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Megalodon’s Untold Chapter: Scientists Uncover a Groundbreaking Clue Transforming Extinction Theories

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Scientists are reshaping our perception of megalodons, the famous prehistoric sharks from movies like The Meg, by questioning traditional beliefs and prompting a shift in our understanding of these massive marine predators.

A groundbreaking study, spearheaded by Kenshu Shimada, a paleontologist at DePaul University, and Phillip Sternes, a doctoral candidate at the University of California, Riverside, challenges the traditional perception of megalodons’ body shape. 

While past research often turned to great white sharks as a model for these ancient creatures, the new findings suggest that megalodons had slimmer bodies than their contemporary great white counterparts.

The research, based on a reevaluation of an incomplete set of fossil vertebrae discovered in Belgium, indicates a significant revision in size estimates. According to the study, the Otodus megalodon would have measured at least 11.1 meters (36.4 feet), a substantial increase from the previously estimated 9.2 meters (30.2 feet).

This revelation sheds light on the importance of employing a biologically realistic approach to understanding megalodon biology. 

Megalodons’ Enigmatic Biology

megalodon's-untold-chapter-scientists-uncover-a-groundbreaking-clue-transforming-extinction-theories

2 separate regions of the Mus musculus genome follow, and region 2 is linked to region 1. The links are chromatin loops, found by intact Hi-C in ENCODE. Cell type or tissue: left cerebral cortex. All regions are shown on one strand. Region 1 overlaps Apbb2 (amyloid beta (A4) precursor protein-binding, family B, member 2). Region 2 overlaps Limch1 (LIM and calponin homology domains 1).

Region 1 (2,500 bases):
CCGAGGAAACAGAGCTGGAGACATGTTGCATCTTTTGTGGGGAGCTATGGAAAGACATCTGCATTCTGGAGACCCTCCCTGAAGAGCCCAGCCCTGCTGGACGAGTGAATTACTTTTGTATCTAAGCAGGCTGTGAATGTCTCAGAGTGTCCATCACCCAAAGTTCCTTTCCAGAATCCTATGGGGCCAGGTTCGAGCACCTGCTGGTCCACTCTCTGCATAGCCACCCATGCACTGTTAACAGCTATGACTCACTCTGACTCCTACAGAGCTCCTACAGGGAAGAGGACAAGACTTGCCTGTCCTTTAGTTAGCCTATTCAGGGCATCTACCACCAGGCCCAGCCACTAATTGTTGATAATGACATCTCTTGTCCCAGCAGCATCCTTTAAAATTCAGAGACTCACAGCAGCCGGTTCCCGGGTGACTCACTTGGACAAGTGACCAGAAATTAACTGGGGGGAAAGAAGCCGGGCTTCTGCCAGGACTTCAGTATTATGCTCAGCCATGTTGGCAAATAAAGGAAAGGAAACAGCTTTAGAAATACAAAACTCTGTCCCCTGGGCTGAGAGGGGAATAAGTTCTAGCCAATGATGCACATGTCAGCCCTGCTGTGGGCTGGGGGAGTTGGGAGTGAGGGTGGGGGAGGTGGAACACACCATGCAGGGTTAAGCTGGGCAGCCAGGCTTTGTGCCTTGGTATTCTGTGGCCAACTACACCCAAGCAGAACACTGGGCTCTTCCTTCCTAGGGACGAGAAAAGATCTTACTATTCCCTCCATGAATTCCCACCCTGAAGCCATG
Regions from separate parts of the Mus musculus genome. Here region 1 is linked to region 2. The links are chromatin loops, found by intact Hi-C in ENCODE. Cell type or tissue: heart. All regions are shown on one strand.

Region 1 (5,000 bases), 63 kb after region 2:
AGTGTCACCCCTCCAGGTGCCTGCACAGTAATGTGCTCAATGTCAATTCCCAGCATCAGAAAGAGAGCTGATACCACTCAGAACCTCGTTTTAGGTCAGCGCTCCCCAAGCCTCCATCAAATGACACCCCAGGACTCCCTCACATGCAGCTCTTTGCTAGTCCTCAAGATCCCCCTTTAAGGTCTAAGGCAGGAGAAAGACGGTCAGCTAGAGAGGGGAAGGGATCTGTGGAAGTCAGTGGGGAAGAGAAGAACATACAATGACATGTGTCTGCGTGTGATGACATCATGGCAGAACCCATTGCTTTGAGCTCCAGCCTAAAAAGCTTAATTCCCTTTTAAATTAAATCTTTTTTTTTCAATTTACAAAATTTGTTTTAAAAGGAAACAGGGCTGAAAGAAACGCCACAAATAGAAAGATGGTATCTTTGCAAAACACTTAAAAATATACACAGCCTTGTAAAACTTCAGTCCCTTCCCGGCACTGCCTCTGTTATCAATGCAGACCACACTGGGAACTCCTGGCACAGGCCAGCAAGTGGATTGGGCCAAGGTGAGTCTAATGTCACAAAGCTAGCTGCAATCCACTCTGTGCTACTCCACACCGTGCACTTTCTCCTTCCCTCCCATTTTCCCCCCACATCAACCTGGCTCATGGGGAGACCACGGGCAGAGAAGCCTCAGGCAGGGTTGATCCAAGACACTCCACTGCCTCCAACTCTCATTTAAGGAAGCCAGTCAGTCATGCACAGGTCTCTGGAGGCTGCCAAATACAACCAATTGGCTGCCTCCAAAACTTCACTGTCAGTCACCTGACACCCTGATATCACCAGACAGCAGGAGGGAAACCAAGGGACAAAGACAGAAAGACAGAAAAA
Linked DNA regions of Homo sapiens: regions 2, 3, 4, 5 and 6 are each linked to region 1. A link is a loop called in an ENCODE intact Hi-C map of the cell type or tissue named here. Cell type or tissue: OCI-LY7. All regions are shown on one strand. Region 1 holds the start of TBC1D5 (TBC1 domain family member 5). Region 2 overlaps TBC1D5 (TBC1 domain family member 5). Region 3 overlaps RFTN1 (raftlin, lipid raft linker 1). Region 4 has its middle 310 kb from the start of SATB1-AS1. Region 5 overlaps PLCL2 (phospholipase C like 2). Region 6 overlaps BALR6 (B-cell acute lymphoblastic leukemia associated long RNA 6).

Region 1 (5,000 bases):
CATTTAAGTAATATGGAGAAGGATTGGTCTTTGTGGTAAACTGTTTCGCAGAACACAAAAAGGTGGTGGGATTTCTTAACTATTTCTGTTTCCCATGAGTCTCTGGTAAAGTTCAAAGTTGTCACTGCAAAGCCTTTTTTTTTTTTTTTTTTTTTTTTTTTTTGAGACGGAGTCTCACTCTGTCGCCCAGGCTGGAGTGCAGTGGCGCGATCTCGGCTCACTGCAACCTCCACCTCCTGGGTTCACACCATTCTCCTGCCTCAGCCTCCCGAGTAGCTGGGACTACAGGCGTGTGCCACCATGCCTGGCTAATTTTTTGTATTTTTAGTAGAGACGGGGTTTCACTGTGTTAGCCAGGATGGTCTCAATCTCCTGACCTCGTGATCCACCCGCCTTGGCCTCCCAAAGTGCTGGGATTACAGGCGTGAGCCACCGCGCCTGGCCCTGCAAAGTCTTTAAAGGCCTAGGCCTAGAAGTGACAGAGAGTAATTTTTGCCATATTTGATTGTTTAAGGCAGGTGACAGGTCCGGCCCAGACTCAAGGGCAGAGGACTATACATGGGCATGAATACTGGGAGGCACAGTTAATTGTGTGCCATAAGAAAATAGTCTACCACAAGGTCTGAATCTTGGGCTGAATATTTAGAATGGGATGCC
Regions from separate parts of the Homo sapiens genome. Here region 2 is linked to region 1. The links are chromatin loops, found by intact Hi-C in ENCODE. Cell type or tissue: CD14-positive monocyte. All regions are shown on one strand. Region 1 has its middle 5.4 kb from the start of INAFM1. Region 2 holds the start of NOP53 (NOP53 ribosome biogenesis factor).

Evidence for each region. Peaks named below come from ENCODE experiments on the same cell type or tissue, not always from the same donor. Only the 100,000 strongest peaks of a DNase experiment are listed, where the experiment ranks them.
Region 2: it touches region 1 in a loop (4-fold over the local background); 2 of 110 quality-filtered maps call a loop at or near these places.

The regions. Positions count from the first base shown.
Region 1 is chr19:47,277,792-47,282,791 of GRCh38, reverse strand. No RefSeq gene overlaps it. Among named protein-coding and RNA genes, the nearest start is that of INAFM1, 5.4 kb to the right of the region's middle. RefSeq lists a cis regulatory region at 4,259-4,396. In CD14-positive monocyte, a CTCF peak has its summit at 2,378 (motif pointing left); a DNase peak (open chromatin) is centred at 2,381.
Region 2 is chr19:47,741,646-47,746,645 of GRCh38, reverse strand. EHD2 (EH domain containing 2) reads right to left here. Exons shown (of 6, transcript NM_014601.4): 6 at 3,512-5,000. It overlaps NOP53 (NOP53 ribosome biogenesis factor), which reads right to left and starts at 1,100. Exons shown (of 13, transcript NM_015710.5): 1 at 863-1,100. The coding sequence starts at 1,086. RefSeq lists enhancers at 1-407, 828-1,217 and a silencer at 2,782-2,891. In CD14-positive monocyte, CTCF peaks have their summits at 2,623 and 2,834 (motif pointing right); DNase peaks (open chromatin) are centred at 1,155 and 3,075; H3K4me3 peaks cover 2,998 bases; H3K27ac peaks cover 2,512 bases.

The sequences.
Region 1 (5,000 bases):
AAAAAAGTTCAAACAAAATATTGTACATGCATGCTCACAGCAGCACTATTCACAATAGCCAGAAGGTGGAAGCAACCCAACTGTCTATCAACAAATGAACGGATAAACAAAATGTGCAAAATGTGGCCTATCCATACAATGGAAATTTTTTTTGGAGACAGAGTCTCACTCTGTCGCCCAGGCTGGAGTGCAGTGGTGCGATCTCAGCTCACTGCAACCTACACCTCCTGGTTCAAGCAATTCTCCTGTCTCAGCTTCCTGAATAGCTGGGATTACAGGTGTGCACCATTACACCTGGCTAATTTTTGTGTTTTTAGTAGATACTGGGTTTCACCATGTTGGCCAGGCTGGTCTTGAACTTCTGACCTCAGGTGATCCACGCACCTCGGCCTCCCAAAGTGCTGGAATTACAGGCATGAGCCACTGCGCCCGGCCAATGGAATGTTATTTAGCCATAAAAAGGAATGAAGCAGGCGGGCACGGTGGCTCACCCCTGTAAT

Scientists are reshaping our perception of megalodons, the famous prehistoric sharks from movies like The Meg, by questioning traditional beliefs and prompting a shift in our understanding of these massive marine predators.

Shimada emphasizes that relying on the body shape of great white sharks could result in unrealistically small vertebrae diameters for megalodons, posing a potential risk of spinal cord injuries due to inadequate muscle support.

The study challenges the prevailing notion that modern great white sharks serve as accurate analogs for certain aspects of megalodon biology. Shimada highlights the need to consider megalodons’ unique adaptations, such as the calcification of cartilage, which may differ from their modern counterparts.

Despite the allure of megalodons, their biology remains shrouded in mystery due to the scarcity of their fossil record. Shimada expresses hope for the discovery of a complete megalodon skeleton, which could unravel more about their anatomy and behavior.

Published in the journal Palaeontologia Electronica, this study adds another layer to the ongoing quest to unravel the mysteries of megalodons. 

As researchers continue to correct misconceptions and explore unanswered questions, these prehistoric giants remain elusive, leaving us with more to discover about their enigmatic existence.

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